Madam Speaker, I thank my colleagues on all sides for taking part in this debate. What takes place next is a simple process. It is about whether this House has the courage to tackle organized crime in the most significant legislation that will be proposed in this House of Commons for this session of Parliament. It is clean and simple. We send this to committee to be studied, examined, and brought back here for a final vote.
Let us look at the facts carefully. The bill was already in previous Parliaments. It went through with Liberal, Conservative, and NDP support. It was stymied in the Senate and had to re-emerge here. With about $10 billion going to organized crime per year, it has cost us over $20 billion. As it has stalled in the Senate for three years, that is $50 billion going to organized crime.
If the bill does not make it this time and we do not get it to committee, it becomes another four years, unless it is introduced by the government, having to eat crow. What do we have in the meantime? We have a $50-billion gift to organized crime. Organized crime will get the biggest single corporate tax cut from the government. They will get the resources.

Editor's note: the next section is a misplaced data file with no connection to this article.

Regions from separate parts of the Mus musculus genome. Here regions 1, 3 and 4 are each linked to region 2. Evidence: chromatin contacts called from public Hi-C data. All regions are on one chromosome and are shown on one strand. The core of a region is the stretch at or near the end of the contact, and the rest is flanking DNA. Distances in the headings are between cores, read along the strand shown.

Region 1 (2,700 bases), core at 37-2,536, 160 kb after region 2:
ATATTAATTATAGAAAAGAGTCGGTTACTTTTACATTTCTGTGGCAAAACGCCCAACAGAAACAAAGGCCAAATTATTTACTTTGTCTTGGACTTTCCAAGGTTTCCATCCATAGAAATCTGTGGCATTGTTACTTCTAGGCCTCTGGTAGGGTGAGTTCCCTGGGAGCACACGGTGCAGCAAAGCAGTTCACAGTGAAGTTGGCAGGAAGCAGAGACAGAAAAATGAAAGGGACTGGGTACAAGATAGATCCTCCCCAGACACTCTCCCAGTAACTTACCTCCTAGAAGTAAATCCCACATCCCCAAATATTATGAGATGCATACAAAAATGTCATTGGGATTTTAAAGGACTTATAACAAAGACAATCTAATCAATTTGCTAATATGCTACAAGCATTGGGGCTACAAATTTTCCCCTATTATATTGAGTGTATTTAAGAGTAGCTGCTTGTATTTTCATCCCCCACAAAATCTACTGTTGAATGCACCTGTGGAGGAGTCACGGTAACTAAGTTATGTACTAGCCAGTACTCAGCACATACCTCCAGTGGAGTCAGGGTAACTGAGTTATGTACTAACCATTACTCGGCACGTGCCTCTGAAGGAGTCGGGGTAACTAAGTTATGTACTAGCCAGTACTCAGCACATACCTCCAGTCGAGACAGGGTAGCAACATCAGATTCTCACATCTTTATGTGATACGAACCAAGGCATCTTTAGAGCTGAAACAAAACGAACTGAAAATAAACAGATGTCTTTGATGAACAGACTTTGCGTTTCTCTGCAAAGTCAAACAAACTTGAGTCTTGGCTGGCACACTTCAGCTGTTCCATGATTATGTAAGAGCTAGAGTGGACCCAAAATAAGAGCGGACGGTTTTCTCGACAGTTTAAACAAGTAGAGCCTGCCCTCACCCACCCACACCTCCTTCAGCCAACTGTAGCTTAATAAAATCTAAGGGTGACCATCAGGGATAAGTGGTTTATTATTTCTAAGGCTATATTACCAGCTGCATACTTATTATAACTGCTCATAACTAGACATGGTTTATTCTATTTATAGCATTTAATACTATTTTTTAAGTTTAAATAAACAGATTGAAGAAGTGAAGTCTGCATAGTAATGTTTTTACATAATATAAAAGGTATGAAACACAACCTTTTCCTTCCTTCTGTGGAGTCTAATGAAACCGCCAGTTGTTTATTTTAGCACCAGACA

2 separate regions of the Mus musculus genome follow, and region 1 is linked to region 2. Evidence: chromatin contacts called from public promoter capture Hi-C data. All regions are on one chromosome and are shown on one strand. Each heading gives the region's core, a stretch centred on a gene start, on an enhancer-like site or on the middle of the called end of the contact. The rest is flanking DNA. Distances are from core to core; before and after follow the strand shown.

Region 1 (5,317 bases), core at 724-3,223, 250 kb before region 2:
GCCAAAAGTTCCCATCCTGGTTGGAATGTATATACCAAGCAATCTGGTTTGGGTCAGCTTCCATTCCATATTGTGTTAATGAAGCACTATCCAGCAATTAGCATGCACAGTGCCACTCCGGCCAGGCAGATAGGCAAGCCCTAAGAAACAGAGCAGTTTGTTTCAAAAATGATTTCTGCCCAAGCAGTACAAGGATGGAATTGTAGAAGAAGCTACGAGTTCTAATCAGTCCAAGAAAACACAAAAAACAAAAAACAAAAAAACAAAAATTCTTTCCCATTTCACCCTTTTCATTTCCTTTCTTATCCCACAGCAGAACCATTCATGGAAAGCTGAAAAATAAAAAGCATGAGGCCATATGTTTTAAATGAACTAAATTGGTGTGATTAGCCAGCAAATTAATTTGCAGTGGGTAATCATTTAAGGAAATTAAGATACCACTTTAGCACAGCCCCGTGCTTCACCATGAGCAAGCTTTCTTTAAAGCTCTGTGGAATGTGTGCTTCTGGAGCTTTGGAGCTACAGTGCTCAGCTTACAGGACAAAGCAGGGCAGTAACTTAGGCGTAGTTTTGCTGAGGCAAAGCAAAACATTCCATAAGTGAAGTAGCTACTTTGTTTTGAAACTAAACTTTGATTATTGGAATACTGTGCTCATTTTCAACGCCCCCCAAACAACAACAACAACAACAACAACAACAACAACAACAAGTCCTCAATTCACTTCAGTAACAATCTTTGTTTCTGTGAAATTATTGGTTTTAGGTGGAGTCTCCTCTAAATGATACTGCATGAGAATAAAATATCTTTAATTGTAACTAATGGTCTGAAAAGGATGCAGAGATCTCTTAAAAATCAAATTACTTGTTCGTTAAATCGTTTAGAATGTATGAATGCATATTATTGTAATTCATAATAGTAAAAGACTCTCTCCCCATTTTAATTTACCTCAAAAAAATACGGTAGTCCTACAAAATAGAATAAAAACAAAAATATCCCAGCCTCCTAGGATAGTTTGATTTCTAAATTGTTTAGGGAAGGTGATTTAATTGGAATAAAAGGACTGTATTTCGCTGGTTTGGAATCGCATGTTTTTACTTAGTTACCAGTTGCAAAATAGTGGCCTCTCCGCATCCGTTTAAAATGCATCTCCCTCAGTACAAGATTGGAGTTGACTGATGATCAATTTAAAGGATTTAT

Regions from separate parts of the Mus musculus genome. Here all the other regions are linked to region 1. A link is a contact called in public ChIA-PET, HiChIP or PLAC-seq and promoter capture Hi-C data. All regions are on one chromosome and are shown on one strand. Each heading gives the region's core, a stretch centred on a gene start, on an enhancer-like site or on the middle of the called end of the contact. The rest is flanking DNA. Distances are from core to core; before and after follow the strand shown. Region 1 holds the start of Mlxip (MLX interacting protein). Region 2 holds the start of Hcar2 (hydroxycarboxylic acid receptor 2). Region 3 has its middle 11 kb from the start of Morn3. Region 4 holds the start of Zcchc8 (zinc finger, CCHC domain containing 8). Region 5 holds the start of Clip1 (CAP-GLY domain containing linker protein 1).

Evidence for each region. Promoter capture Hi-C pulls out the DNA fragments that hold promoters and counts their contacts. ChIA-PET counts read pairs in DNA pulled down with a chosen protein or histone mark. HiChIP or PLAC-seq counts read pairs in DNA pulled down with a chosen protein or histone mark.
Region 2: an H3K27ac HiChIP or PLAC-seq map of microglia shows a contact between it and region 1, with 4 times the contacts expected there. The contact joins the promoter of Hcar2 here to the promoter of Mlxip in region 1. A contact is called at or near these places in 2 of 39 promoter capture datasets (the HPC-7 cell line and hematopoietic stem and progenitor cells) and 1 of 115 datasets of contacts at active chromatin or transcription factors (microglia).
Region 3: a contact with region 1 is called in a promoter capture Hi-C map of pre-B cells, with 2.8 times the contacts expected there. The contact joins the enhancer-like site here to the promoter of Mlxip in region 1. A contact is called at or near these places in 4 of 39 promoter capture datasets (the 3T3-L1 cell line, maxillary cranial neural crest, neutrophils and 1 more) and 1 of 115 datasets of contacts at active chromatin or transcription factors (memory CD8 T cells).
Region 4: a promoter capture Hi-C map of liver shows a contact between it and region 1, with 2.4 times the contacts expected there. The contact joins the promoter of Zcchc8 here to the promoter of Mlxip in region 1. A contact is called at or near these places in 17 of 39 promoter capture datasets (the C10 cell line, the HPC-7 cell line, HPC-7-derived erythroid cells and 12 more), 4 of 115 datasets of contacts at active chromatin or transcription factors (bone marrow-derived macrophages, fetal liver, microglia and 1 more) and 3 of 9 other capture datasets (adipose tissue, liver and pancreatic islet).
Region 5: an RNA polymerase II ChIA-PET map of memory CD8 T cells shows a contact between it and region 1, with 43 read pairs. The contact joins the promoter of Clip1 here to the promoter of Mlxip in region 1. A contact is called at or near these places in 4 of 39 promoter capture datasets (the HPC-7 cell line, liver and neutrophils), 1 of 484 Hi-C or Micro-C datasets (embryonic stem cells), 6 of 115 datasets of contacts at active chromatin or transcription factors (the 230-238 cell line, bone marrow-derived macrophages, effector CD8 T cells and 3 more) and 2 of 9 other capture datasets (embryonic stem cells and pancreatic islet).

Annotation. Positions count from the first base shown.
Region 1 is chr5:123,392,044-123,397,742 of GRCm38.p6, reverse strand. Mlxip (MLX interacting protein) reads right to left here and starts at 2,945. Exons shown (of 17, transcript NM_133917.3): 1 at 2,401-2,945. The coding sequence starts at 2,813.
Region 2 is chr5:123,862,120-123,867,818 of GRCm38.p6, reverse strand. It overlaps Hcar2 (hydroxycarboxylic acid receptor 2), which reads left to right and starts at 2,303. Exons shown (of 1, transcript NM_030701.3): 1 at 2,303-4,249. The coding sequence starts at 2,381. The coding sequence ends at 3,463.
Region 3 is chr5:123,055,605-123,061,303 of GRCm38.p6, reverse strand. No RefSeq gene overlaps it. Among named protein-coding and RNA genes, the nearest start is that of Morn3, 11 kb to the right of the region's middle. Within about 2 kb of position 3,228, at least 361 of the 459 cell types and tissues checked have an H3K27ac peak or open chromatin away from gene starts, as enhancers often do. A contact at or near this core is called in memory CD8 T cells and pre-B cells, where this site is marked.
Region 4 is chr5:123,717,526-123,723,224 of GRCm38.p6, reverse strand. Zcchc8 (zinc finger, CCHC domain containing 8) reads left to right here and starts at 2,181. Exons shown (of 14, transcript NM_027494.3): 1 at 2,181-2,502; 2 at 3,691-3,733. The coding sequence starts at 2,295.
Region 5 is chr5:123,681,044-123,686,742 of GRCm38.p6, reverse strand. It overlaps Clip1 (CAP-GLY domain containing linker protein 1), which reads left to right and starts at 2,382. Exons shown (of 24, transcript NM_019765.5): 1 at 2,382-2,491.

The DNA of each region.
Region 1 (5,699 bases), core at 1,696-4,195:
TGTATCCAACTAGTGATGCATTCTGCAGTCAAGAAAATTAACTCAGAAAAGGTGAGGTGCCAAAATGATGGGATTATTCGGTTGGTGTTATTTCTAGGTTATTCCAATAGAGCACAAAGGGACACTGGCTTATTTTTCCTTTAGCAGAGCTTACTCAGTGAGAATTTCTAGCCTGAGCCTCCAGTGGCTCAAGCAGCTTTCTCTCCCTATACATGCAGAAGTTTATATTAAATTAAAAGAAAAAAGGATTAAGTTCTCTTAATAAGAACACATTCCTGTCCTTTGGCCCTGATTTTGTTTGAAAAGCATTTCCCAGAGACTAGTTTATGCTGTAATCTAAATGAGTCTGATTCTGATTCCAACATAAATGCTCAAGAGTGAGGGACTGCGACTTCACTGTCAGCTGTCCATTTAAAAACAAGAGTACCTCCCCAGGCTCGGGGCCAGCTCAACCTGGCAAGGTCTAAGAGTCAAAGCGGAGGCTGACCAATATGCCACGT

Sports betting across this globe is a $2-trillion annual business. Canada is a laggard in terms of accountability. Very little of that is recovered by governments. About 80% is going to organized crime.
If we vote for the bill right now, we give it a chance to go to committee. Let us hear from the experts that are for it. Let us hear it from the experts that are against it. Let us hear about one sentence in the Criminal Code that, in my view, would increase accountability, tourism, and jobs and would give us more reason to tackle other organized crimes, because we would unplug them from their single most profitable source of revenue. That would mean new revenue for health care, education, gaming addiction, and other elements.
I am being mocked and heckled by a Conservative over there, but that is okay. They do not take it seriously, but I do, because those revenues are being asked for and supported by the Province of Ontario and by the official opposition in Ontario.
This gives the provinces the opportunity to choose, if they want, to go into this type of possibility. They have the infrastructure, such as the Alcohol and Gaming Commission, which has accountability and the ability to put this out to market if they choose to do it.
For example, if Ontario wants to bet on one event one time, they can do that, monitor it, and provide the accountability and oversight that so many people want.
I can still hear my colleague, and I would ask him to maybe speak to the bill.